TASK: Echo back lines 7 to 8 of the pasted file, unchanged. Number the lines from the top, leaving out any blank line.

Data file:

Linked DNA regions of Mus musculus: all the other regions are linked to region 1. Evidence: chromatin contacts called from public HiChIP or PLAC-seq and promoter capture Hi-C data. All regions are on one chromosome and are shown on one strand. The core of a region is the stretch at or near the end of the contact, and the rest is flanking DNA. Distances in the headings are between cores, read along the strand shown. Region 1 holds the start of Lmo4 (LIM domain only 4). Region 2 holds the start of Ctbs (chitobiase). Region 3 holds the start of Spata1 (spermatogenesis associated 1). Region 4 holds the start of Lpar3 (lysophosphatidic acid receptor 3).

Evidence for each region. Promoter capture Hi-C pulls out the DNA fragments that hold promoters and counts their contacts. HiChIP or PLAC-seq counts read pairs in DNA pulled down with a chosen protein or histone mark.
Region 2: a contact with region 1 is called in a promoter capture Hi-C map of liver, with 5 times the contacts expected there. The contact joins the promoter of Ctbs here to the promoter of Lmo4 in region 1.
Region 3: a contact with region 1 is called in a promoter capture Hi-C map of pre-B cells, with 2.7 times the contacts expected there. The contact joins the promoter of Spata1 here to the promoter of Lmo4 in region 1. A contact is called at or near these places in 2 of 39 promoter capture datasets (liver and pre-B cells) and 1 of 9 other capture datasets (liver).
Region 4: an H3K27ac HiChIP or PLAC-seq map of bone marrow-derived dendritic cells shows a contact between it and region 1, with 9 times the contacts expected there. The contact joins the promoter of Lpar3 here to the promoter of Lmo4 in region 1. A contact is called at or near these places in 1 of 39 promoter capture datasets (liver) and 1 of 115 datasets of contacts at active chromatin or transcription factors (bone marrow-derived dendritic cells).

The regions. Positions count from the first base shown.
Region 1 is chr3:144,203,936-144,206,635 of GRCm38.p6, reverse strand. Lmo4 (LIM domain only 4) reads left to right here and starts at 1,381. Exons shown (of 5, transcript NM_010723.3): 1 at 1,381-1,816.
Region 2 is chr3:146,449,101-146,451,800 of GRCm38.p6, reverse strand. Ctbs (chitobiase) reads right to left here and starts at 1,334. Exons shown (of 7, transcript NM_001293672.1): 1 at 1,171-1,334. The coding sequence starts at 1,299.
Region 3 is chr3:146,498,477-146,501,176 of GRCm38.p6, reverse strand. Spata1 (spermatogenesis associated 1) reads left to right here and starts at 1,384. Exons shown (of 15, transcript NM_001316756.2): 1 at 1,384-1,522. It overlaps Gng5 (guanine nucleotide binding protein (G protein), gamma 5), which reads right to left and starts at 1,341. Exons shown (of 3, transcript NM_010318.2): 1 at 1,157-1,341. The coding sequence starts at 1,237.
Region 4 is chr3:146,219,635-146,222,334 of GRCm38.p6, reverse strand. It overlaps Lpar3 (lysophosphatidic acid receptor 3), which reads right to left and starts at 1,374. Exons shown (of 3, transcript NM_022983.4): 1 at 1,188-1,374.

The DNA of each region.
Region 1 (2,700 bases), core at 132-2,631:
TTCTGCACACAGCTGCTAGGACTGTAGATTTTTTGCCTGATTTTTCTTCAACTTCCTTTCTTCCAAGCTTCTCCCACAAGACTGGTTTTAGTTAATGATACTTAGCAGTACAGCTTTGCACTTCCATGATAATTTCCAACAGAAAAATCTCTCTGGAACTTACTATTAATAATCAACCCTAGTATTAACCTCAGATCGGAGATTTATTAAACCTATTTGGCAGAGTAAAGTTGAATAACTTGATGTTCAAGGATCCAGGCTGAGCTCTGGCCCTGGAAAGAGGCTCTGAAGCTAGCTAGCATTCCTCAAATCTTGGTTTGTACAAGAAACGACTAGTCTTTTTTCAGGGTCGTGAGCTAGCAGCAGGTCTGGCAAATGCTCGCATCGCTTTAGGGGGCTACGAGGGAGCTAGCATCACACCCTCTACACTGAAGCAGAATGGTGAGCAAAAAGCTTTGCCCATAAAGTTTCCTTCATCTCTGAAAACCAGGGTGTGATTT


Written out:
Region 1 is chr3:144,203,936-144,206,635 of GRCm38.p6, reverse strand. Lmo4 (LIM domain only 4) reads left to right here and starts at 1,381. Exons shown (of 5, transcript NM_010723.3): 1 at 1,381-1,816.
Region 2 is chr3:146,449,101-146,451,800 of GRCm38.p6, reverse strand. Ctbs (chitobiase) reads right to left here and starts at 1,334. Exons shown (of 7, transcript NM_001293672.1): 1 at 1,171-1,334. The coding sequence starts at 1,299.